The sun is shining brightly at 7:45 a.m. Looks like it will be a nice day to dry laundry outside. I do hope it will warm up as our thermometer shows 34 degrees. After having 80-degree weather this seems cold.
We are leaving the propane lights on a little longer this morning since they put heat into the house. I don't remember that we were ever able to let our coal stove go out before spring even started.
We are still enjoying the dandelion greens. I did see some yellow flowers on some so it won't be long before they will start blooming making the greens too bitter to eat.
Our laundry will be extra big today since we only did laundry twice last week. Friday and Saturday were both raining, making it impossible to dry clothes outside. We throw all our dirty laundry down to the basement through a vent in the floor. We wash all of the clothes in the basement so it makes it easier not to have to carry it all down the steps.
I went to the basement this morning and it almost made me tired seeing the big pile of laundry waiting to be washed. I shouldn't complain, though, about having the good health to do it. I also have it a lot easier doing laundry than when we lived in Indiana. I have hot and cold running water so I can run it right into the machine. In Indiana I had to carry all my water from the cistern pump and heat it on the stove before I could do laundry.
Although I don't have one, some of the ladies in the church have a spinner so they can spin their laundry dry before they hang it up. It does a lot better job than the wringer I use. It would be very handy during the winter months when the laundry dries indoors.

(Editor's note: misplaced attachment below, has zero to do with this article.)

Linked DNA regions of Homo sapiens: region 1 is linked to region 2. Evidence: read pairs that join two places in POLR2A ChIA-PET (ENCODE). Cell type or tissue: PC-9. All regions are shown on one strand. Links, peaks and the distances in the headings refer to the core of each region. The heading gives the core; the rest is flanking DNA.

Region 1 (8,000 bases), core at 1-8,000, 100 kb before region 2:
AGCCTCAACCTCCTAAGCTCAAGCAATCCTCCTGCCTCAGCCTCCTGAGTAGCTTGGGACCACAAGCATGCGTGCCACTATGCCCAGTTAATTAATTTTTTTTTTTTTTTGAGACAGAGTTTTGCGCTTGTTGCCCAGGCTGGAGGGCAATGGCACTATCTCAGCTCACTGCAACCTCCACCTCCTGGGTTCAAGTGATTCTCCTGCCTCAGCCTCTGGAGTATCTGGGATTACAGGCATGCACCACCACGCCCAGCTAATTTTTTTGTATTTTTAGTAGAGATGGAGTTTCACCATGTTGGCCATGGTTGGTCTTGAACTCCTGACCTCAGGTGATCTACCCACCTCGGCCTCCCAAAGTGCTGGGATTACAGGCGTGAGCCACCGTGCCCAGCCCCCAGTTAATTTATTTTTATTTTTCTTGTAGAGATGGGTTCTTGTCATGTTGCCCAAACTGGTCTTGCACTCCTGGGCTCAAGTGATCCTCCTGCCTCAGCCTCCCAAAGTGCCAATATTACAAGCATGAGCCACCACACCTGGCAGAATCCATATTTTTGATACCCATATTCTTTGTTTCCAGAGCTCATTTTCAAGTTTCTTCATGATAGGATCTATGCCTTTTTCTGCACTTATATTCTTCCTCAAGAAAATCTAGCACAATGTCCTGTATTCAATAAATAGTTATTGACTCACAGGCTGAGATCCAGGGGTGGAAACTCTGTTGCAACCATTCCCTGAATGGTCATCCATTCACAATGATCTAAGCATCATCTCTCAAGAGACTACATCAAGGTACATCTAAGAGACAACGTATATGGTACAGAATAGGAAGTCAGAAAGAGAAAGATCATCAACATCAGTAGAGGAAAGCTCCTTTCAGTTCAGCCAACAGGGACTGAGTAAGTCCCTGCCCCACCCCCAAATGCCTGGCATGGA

We attended church services yesterday at our neighbors. Brother-in-law Jacob wasn't able to attend so we went to visit them and ended up having supper there as well. We had our season's first taste of green onions at Jacob's. Onions are coming up in their garden from last year. Also on the menu was barbecued chicken, creamed potatoes, steamed potatoes, dandelion green salad, cheese, ice cream and chocolate chip cookies.
The girls have been busy raking the yard. Joe and the children burned a lot of branches from the two pine trees he had to cut down. A local sawmill will buy the large logs from the big oak tree. It will look better when that mess is all cleaned up. It looks like we might also have to mow the grass this week. The children will be off from school next week for their spring break. After they go back they will be in the last quarter of this school term. So hard to believe that time went so fast.
Lovina, 7, is home from school today. She seems to have something in her eye and can't open it very well. I want to call the eye doctor to see if I can bring her in to have it checked out.
Joe planted a few rows of potatoes last week. I want to put some more early things out but it wouldn't feel very good working in the garden this morning. Brrr! I think we'll get our first taste of rhubarb this week, which I may bake into this coffeecake.
1½ c. brown sugar
½ c. shortening
2 c. all-purpose flour
1 t. baking soda
½ t. salt
1 c. sour cream
1½ c. chopped rhubarb
¼ c. white sugar
½ c. brown sugar
½ c. chopped pecans
1 T. butter
In a large mixing bowl, cream shortening, sugar and egg. In another bowl, combine flour, baking soda and salt. Add alternately with sour cream to the creamed mixture. Fold in rhubarb. Spread into a greased 9-by-13-inch baking pan.
Combine all topping ingredients and sprinkle over batter. Bake at 350° for 45 to 50 minutes.
Lovina Eicher is Old Order Amish. She hand-writes this column from her home in southern Michigan. Anyone with cultural or cooking questions can send them to: Lovina Eicher, The Amish Cook, P.O. Box 2144, Middletown, OH 45042.